Understanding Fructose

First Principles

To understand fructose well, let’s start from first principles: how is it metabolised, how does its metabolism differ from glucose, and what are the implications?

Fructose Metabolic Pathway = damaging positive feedback loop, energy depletion and cellular stress

Mayes P., 1993, Intermediary Metabolism of Fructose, The American Journal of Clinical Nutrition, 58, pp. 754-765

Tappy L. and Le, K-A. (2010) ‘Metabolic Effects of Fructose and the Worldwide Increase in Obesity’, Physiology Review, 90, pp. 23-46.

Key Points


  • Fructose is metabolised by the small intestine, kidneys, skeletal muscle and adipose tissue, although the majority of excess fructose is metabolised by the liver, with a similar pathway to alcohol (ethanol), i.e. as a toxin. Research indicates that amounts >30g fructose for an adult weighing 60kg leads to rapid pressure upon the liver to deal with the fructose, wherein it goes through the pathway described below that has many negative consequences, not only upon liver function: inducing non-alcoholic fatty liver disease over time (i).
  • As shown above, fructose enters the cell (via GLUT2) and is metabolised by fructokinase into Fructose-1-P. This first step in fructose metabolism reduces ATP (the main energy carrier in the body) and creates uric acid (UA) (ii). Increasing UA in the body has harmful effects, including increasing blood pressure, disrupting the immune system and increasing cardiovascular disease risks (iii).
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Harmful Fat

Fructose and Harmful Fat Creation

  • The fructose metabolic pathway leads to de novo lipogenesis: fat generation (i).
  • Fructose metabolism also has epigenetic effects that switch on fat storage and suppress fat burning (ii, iii).
  • Fructose leads to increased visceral fat accumulating between / around organs, especially around the waist. This type of fat tissue is harmful and disrupts the functioning of those organs (particularly the pancreas and the liver) (iv, v, vi, vii).
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Turns on Fat Creating


Turns on Fat Creating (Lipogenic) and Turns off Fat Burning (FA-Oxidation) Genes and Proteins

Fructose-supplementation increases liver weight and triglycerides. Fructose-supplementation upregulates lipogenic genes and proteins while downregulating FA-oxidation genes and proteins.

Rebollo, A. et al. (2014) ‘Liquid fructose downregulates Sirt1 expression and activity and impairs the oxidation of fatty acids in rat and human liver cells’, Biochimica et Biophysica Acta – Molecular and Cell Biology of Lipids, 1841(4), pp. 514–524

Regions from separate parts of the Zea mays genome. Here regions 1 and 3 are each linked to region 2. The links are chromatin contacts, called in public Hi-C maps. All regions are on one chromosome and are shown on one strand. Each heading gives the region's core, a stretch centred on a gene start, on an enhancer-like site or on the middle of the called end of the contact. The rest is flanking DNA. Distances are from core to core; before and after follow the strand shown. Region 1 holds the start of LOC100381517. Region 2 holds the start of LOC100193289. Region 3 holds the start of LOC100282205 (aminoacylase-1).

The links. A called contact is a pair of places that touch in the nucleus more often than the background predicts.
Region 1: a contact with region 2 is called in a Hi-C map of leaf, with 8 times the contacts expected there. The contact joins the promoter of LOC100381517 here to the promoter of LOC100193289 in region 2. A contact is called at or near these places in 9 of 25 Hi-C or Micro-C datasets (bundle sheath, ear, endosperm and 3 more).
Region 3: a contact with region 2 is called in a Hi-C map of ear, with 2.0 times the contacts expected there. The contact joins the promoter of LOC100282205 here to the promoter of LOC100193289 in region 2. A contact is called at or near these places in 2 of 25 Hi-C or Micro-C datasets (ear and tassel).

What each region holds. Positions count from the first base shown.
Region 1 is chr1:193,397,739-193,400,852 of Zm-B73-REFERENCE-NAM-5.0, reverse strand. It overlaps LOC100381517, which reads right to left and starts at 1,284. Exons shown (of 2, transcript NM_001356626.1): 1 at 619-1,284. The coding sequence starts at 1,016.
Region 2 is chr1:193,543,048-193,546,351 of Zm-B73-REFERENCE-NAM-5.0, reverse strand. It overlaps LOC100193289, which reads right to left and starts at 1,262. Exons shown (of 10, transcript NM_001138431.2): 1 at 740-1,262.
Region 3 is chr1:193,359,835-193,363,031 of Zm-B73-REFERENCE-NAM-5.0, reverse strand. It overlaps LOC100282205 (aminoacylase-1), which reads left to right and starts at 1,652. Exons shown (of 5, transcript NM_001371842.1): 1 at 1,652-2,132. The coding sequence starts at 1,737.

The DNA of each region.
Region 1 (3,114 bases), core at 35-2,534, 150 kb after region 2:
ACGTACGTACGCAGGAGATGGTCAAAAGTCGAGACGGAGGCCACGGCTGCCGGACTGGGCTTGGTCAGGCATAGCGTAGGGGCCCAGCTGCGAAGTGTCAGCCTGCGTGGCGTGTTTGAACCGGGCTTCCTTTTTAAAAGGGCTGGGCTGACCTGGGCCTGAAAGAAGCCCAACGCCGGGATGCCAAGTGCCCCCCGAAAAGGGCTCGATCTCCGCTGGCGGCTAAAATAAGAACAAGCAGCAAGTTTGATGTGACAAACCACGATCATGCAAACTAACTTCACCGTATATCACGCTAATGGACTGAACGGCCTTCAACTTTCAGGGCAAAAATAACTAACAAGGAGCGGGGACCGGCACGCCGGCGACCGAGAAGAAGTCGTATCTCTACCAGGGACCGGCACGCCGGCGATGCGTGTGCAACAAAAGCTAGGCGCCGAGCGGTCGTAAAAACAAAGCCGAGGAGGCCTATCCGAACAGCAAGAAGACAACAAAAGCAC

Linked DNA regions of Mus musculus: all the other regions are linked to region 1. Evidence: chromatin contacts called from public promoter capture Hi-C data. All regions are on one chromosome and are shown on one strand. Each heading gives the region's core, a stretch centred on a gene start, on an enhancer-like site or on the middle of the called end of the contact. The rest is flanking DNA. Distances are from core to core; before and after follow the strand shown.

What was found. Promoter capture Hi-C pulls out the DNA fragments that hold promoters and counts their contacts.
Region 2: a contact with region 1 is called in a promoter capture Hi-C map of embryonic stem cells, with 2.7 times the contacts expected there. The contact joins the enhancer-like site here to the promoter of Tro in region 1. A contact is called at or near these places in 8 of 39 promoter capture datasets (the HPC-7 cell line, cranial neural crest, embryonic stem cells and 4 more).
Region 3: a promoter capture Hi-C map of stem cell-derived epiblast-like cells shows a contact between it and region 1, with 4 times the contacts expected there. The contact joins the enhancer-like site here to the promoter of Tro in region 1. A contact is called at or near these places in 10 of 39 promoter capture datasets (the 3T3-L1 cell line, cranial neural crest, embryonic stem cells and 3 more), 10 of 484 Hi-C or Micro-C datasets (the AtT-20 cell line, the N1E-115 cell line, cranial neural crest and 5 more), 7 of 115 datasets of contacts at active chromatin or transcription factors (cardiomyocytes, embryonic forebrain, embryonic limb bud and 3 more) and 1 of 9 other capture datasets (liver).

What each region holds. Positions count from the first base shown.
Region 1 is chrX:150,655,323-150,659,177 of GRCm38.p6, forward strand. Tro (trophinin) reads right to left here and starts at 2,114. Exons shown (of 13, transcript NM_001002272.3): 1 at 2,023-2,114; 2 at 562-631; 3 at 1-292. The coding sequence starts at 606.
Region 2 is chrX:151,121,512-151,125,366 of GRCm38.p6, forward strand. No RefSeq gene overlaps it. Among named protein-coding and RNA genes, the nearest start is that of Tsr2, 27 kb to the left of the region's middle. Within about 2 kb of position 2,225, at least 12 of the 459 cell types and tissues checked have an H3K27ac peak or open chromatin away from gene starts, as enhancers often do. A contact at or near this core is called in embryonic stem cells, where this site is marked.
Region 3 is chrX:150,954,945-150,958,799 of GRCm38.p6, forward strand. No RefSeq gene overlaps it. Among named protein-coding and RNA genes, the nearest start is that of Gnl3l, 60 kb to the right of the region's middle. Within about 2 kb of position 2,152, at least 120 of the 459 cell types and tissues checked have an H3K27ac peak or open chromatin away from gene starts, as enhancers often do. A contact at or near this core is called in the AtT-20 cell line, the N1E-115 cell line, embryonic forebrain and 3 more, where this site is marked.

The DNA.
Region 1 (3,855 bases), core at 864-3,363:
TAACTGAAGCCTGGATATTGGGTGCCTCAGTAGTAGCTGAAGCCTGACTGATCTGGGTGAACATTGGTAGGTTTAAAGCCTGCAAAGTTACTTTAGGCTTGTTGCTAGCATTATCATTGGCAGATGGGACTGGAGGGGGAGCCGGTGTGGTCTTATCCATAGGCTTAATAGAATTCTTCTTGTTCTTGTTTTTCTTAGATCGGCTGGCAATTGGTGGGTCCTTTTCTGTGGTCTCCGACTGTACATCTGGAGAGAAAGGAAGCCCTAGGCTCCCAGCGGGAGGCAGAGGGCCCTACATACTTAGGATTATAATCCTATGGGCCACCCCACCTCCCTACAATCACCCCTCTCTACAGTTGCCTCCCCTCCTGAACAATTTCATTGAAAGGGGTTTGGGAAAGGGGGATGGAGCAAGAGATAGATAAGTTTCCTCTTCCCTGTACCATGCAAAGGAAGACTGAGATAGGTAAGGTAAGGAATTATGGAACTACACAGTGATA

Makes us hungry



  • Fructose consumption activates the endocannabinoid system: makes us crave more dopamine-releasing, highly energy-dense foods (more sugary foods).
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Gut Health

Fructose, Sucrose and Gut health

Fructose alters the composition and metabolism of gut microbiota and is causally associated with colitis (chronic inflammation of the colonic internal lining) and inflammatory bowel disease (i).

Fructose induces epithelial barrier (intestinal lining) dysfunction (ii). The intestinal lining is one of the most critical interfaces in our bodies, responsible for absorbing nutrients and keeping toxins and pathogens out of the body. Its health and optimal functioning is thus critical to our digestion, energy generation and immune system function (a large percentage of our immune cells surround the gut). When there is any abnormal functioning and/or intestinal permeability, these essential functions are likely to become disrupted, resulting in inflammatory, autoimmune, allergic and/or malabsorption problems and disease.

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Immune System

Fructose, Sucrose & Immune Dysfunction

Dietary sugars, especially fructose, negatively impact the innate immune system, in multiple ways, including by significantly inhibiting the binding of pattern recognition molecules, a critical step that initiates immune signaling cascades. This reduces the immune system’s defense against both viral and bacterial pathogens. Research demonstrates that this is the case in a dose-dependent manner (i.e. the more fructose ingested, the worse the effect) (i).